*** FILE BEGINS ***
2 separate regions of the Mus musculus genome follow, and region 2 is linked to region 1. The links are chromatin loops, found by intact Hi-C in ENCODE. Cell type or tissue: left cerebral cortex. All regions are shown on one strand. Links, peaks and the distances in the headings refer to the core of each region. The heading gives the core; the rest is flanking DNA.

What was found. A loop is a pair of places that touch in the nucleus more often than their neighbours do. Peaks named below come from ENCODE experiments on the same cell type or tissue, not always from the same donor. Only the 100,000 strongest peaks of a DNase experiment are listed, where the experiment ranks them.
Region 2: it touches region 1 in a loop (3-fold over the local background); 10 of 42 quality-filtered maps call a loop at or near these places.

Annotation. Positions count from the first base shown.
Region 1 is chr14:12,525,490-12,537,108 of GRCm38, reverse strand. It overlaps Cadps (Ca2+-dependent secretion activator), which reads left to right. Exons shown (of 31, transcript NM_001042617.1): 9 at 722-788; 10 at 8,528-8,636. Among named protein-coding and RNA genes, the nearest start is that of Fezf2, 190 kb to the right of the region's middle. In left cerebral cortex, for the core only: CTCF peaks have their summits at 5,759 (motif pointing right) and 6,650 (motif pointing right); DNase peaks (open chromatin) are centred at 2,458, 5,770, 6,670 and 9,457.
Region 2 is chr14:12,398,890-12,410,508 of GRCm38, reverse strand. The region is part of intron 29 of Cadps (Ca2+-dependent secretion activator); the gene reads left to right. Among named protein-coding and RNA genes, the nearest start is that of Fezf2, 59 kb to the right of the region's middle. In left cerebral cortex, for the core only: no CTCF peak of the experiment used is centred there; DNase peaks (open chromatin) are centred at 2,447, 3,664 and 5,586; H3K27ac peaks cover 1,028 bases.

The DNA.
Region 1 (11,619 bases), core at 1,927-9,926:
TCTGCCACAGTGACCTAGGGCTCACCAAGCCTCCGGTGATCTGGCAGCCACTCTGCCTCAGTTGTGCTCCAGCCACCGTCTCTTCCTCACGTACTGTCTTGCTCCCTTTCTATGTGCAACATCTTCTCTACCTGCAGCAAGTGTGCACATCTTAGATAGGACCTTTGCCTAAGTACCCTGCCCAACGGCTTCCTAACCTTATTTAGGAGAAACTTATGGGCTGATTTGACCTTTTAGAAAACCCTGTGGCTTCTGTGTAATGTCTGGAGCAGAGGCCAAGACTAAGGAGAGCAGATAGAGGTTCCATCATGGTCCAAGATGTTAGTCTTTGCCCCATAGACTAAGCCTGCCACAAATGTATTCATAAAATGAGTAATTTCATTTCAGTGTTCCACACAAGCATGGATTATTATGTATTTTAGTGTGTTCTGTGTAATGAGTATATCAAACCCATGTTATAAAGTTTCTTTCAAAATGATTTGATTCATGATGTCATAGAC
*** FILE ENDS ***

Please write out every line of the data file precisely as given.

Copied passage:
2 separate regions of the Mus musculus genome follow, and region 2 is linked to region 1. The links are chromatin loops, found by intact Hi-C in ENCODE. Cell type or tissue: left cerebral cortex. All regions are shown on one strand. Links, peaks and the distances in the headings refer to the core of each region. The heading gives the core; the rest is flanking DNA.

What was found. A loop is a pair of places that touch in the nucleus more often than their neighbours do. Peaks named below come from ENCODE experiments on the same cell type or tissue, not always from the same donor. Only the 100,000 strongest peaks of a DNase experiment are listed, where the experiment ranks them.
Region 2: it touches region 1 in a loop (3-fold over the local background); 10 of 42 quality-filtered maps call a loop at or near these places.

Annotation. Positions count from the first base shown.
Region 1 is chr14:12,525,490-12,537,108 of GRCm38, reverse strand. It overlaps Cadps (Ca2+-dependent secretion activator), which reads left to right. Exons shown (of 31, transcript NM_001042617.1): 9 at 722-788; 10 at 8,528-8,636. Among named protein-coding and RNA genes, the nearest start is that of Fezf2, 190 kb to the right of the region's middle. In left cerebral cortex, for the core only: CTCF peaks have their summits at 5,759 (motif pointing right) and 6,650 (motif pointing right); DNase peaks (open chromatin) are centred at 2,458, 5,770, 6,670 and 9,457.
Region 2 is chr14:12,398,890-12,410,508 of GRCm38, reverse strand. The region is part of intron 29 of Cadps (Ca2+-dependent secretion activator); the gene reads left to right. Among named protein-coding and RNA genes, the nearest start is that of Fezf2, 59 kb to the right of the region's middle. In left cerebral cortex, for the core only: no CTCF peak of the experiment used is centred there; DNase peaks (open chromatin) are centred at 2,447, 3,664 and 5,586; H3K27ac peaks cover 1,028 bases.

The DNA.
Region 1 (11,619 bases), core at 1,927-9,926:
TCTGCCACAGTGACCTAGGGCTCACCAAGCCTCCGGTGATCTGGCAGCCACTCTGCCTCAGTTGTGCTCCAGCCACCGTCTCTTCCTCACGTACTGTCTTGCTCCCTTTCTATGTGCAACATCTTCTCTACCTGCAGCAAGTGTGCACATCTTAGATAGGACCTTTGCCTAAGTACCCTGCCCAACGGCTTCCTAACCTTATTTAGGAGAAACTTATGGGCTGATTTGACCTTTTAGAAAACCCTGTGGCTTCTGTGTAATGTCTGGAGCAGAGGCCAAGACTAAGGAGAGCAGATAGAGGTTCCATCATGGTCCAAGATGTTAGTCTTTGCCCCATAGACTAAGCCTGCCACAAATGTATTCATAAAATGAGTAATTTCATTTCAGTGTTCCACACAAGCATGGATTATTATGTATTTTAGTGTGTTCTGTGTAATGAGTATATCAAACCCATGTTATAAAGTTTCTTTCAAAATGATTTGATTCATGATGTCATAGAC